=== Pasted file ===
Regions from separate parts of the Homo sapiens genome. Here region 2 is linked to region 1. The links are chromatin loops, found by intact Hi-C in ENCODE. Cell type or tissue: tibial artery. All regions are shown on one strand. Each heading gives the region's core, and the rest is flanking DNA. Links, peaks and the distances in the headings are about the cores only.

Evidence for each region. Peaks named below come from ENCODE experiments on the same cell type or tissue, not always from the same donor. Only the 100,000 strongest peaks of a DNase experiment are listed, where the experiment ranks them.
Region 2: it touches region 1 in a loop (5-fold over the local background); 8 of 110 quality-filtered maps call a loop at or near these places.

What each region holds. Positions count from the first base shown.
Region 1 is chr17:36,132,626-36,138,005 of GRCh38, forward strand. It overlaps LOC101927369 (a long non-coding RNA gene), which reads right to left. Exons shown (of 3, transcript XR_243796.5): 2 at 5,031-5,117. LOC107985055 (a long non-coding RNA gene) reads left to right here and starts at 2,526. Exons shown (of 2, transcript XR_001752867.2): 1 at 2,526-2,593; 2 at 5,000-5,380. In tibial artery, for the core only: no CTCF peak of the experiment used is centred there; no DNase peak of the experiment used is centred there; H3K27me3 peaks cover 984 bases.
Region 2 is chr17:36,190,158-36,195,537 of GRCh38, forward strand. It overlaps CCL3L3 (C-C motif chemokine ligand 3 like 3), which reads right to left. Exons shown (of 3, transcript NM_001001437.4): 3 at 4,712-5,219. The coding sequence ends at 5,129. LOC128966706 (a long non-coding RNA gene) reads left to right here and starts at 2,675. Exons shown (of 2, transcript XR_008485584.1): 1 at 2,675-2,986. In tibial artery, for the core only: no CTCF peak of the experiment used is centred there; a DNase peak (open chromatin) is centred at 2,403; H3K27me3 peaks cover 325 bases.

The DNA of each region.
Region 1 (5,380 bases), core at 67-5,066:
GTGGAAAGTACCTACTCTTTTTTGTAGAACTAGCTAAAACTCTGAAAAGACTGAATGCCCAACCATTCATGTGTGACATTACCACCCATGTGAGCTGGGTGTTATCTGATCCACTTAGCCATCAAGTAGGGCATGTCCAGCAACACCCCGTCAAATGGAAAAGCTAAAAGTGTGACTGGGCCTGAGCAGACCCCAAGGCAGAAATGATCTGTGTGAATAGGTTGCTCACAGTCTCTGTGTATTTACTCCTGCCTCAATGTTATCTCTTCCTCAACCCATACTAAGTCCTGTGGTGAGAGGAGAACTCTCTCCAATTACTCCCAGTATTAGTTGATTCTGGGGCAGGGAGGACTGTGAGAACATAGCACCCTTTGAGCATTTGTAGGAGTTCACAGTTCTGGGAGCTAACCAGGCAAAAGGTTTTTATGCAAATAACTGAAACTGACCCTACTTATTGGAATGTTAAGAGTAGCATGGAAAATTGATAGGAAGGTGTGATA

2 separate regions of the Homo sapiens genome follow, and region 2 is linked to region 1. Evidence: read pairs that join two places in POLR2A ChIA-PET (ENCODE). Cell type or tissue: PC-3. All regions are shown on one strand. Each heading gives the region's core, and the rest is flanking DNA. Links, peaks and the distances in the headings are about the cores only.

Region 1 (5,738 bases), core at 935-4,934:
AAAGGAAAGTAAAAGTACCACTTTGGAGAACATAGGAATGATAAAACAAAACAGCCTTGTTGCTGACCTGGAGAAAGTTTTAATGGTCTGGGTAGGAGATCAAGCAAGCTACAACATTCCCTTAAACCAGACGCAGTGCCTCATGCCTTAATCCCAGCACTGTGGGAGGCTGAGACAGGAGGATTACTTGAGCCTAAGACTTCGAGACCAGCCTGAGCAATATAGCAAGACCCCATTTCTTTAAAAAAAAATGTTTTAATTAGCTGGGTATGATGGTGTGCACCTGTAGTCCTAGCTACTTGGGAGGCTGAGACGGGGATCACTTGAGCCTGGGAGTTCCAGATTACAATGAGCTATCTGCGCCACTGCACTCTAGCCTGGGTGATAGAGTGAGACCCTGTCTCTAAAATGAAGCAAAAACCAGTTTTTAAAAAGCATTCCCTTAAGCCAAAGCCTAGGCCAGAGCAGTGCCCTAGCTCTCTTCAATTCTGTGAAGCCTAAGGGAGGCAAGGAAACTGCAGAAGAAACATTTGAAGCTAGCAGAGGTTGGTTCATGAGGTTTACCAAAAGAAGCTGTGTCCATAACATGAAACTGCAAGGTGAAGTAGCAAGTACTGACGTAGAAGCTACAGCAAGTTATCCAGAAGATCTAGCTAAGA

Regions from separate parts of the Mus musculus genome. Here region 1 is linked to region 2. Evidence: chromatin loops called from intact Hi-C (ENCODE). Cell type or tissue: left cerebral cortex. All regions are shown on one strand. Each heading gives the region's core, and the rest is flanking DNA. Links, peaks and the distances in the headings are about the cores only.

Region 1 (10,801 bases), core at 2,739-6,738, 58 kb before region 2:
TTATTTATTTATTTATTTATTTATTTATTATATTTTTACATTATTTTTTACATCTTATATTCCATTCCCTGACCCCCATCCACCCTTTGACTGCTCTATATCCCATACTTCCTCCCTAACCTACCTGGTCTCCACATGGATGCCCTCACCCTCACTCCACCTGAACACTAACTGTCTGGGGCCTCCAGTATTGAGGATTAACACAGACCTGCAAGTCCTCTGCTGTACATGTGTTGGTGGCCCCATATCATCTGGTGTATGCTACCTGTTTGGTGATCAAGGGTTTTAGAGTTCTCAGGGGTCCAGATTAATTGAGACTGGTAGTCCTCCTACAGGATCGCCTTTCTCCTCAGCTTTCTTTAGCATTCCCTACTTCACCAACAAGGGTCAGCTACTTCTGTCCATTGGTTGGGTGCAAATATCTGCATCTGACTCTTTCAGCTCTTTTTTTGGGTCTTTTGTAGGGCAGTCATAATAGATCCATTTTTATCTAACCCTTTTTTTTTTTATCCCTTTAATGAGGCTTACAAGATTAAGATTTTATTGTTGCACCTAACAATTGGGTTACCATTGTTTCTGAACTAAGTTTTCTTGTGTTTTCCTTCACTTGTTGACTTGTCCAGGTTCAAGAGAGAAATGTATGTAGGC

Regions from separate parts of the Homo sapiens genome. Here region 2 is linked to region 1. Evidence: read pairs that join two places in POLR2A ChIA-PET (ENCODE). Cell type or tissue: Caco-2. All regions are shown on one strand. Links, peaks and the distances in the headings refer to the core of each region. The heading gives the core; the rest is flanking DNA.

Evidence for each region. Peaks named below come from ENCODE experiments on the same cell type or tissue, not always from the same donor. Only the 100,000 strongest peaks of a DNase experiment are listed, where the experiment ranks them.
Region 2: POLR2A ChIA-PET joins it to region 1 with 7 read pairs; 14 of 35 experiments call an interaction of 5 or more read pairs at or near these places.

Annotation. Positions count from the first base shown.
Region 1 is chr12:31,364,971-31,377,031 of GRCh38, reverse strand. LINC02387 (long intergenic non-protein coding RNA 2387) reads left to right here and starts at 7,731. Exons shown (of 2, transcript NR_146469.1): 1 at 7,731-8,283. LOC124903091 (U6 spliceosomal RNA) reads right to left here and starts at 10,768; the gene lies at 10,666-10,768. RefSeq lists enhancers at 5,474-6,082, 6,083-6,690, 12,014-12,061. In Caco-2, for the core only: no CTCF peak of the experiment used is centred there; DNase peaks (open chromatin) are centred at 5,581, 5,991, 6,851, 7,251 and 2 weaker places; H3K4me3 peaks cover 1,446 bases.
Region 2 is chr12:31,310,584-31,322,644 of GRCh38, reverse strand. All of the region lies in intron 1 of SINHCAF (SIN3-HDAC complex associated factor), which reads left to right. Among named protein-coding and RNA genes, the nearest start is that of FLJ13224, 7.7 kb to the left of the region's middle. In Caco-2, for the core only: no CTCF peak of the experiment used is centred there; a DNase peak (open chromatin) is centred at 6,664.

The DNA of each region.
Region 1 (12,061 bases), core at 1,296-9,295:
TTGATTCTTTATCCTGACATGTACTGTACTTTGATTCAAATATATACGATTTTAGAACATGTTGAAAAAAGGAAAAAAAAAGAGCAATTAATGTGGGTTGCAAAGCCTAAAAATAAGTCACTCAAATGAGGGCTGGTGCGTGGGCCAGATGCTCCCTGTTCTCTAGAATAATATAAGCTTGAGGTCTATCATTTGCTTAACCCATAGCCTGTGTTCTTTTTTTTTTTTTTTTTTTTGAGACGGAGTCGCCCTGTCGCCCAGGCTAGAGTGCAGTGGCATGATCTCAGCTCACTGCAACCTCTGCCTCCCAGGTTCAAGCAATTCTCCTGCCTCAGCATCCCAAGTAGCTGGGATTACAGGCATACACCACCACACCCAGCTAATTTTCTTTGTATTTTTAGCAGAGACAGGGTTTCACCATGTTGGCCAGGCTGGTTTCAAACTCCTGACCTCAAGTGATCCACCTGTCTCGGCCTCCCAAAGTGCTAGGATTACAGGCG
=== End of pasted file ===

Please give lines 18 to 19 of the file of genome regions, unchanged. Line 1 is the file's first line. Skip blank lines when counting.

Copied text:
Region 2: POLR2A ChIA-PET joins it to region 1 with 7 read pairs; 14 of 35 experiments call an interaction of 5 or more read pairs at or near these places.

Annotation. Positions count from the first base shown.